Francesca*, Peer researcher
David*, Peer Researcher
Sue, Peer Researcher
As an organisation we are deeply committed to tackling the root causes that drive the revolving door of crisis and crime. As Sue eloquently puts it, this is what unites us. This unity, however, would not be possible without the core value that is central to our work. This is co-production where power is shared and our knowledge, lived experience and resources are utilised to work together towards a shared goal: a smarter criminal justice system that makes the revolving door avoidable and escapable.
This core value, of genuine and power-shifting co-production, has driven our collective interest in peer research as an approach, which sometimes can be experienced as messy as we collectively work through critical questions.
A lot more than a methodology, peer research involves a much more radical questioning of long-held beliefs about research. These include who has the power to decide who can be a researcher, what counts as research, and what is researched and how. It entails much more than involving people with lived experience in a pre-determined research process, for example as research interviewers to help build rapport with interviewees.
Instead it involves fundamentally shifting who has the power to make decisions throughout the research process, to one of a collective responsibility.
Working towards addressing these long-held beliefs requires processes of deep and critical reflection, both collective and self, and this is a journey that we are still undertaking as an organisation. In this blog, a few of our peer researchers offer their reflections on being involved in an NIHR-funded research project examining cancer care in prisons, led by academics at King’s College London, in collaboration with the University of Surrey, Revolving Doors Agency and other partners, and some of the things we have learnt so far on our journey. One of the academics on the project, Renske Visser, also offers her reflections on how greater lived experienced involvement in co-designing and conducting research has challenged some of her assumptions and beliefs about research.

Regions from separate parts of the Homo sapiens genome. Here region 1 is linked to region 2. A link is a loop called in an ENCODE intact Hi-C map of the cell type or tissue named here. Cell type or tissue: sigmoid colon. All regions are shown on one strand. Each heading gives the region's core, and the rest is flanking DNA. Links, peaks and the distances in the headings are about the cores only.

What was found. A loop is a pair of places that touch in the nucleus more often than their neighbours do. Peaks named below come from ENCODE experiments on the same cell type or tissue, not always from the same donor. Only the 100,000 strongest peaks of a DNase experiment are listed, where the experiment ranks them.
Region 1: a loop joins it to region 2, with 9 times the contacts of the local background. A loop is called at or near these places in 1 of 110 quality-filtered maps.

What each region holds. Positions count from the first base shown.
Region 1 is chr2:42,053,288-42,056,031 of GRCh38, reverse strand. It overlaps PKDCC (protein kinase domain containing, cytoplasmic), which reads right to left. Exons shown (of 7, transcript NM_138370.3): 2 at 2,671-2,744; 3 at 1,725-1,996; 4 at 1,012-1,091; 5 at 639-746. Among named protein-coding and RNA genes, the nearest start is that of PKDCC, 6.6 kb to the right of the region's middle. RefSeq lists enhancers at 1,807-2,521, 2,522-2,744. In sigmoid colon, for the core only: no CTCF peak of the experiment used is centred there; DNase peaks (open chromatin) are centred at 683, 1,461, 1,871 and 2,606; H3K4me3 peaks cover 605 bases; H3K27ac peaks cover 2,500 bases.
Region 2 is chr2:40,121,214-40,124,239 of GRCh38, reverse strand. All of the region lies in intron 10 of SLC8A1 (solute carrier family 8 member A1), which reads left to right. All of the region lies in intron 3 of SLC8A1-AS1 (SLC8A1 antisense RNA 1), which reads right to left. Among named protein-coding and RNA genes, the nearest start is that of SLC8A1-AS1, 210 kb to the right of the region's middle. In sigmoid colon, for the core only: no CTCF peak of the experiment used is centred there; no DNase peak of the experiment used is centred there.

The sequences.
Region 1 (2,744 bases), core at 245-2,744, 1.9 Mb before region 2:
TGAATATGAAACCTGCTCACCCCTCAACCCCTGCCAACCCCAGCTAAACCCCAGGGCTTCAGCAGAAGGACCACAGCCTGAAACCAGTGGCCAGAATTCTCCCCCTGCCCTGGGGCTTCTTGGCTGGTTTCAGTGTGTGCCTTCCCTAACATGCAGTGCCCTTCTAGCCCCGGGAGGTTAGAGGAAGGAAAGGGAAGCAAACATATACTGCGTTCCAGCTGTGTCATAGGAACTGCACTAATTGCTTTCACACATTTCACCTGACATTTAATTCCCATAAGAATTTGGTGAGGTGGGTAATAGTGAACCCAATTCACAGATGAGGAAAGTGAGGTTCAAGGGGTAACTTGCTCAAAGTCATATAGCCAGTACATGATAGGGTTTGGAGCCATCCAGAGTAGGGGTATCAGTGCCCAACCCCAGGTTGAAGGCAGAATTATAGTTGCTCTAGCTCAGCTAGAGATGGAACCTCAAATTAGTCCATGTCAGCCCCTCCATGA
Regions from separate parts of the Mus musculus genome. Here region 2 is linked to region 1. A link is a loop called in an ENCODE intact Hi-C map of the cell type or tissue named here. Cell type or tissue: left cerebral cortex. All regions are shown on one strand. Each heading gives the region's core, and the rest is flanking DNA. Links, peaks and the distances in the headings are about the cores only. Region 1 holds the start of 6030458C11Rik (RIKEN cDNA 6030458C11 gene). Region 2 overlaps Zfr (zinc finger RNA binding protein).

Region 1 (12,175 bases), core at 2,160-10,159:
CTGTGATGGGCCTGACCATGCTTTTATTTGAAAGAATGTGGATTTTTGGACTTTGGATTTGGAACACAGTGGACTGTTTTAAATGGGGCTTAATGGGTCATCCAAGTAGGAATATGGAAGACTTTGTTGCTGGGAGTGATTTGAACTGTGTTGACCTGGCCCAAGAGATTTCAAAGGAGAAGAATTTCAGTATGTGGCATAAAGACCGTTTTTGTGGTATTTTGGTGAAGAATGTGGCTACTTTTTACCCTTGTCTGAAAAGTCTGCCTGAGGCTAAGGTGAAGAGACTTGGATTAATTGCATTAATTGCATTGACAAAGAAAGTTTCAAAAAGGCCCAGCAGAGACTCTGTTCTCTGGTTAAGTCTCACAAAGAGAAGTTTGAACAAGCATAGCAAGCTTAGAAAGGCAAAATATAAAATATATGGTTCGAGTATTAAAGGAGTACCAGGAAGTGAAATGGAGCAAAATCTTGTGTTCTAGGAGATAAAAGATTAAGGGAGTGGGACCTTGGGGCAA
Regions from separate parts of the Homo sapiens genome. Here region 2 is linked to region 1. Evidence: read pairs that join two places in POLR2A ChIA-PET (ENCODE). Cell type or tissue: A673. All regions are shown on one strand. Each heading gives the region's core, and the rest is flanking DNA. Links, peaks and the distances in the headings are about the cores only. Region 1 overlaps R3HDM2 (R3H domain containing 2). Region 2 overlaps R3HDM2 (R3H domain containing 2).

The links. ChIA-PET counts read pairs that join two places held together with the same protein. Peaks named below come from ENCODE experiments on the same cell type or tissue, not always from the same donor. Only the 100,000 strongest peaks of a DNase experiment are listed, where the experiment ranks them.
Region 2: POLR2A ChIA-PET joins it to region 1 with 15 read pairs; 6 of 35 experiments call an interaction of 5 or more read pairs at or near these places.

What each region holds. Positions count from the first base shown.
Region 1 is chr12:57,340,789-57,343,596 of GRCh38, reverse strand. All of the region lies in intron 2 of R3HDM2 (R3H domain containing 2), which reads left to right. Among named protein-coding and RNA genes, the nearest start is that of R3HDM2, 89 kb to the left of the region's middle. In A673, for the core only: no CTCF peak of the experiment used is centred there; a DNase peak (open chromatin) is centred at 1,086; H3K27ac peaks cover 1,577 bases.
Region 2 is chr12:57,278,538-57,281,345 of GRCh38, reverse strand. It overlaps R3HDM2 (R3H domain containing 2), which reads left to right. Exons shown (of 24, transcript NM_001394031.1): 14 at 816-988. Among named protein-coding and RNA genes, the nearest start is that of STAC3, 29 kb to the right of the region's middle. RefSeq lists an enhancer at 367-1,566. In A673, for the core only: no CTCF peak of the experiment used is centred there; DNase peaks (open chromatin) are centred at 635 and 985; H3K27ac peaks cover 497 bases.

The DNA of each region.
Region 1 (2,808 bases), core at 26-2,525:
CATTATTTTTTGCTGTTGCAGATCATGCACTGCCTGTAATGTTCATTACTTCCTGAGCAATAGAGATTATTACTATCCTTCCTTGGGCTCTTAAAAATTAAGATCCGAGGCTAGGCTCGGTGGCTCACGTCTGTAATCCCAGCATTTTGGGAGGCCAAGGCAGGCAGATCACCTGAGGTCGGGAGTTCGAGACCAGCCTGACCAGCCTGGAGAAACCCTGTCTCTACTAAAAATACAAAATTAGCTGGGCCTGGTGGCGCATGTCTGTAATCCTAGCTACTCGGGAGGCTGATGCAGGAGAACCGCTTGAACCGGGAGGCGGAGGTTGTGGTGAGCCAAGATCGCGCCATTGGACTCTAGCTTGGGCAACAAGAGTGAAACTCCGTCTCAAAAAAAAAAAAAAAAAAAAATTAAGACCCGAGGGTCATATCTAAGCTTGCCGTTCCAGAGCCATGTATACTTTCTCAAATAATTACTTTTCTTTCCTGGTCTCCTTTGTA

We still have more to learn about peer research, supported through the ongoing development of our new research strategy, but we look forward to sharing our learning and taking you along with us.
Francesca*, Peer researcher: “When I left prison, I started doing peer research because I felt so passionately about how poorly I, and others, were treated. I had a lot to say and none of it was particularly good. It did become apparent that people did want to help make changes but didn't know where to start and seeing that made me change my attitude. Over the years I've learned how to get my point across in a way that's challenging but not aggressive and how working together with people who are in charge, can really make for better services and treatments. Peer research has not only help change my life, but has also helped many other people, with the results of the work we have done.
“I have also valued the support along the way, including when reporting findings myself. It helps to have someone to stand your corner as sometimes it can be overwhelming, RDA has provided support to safeguard myself.”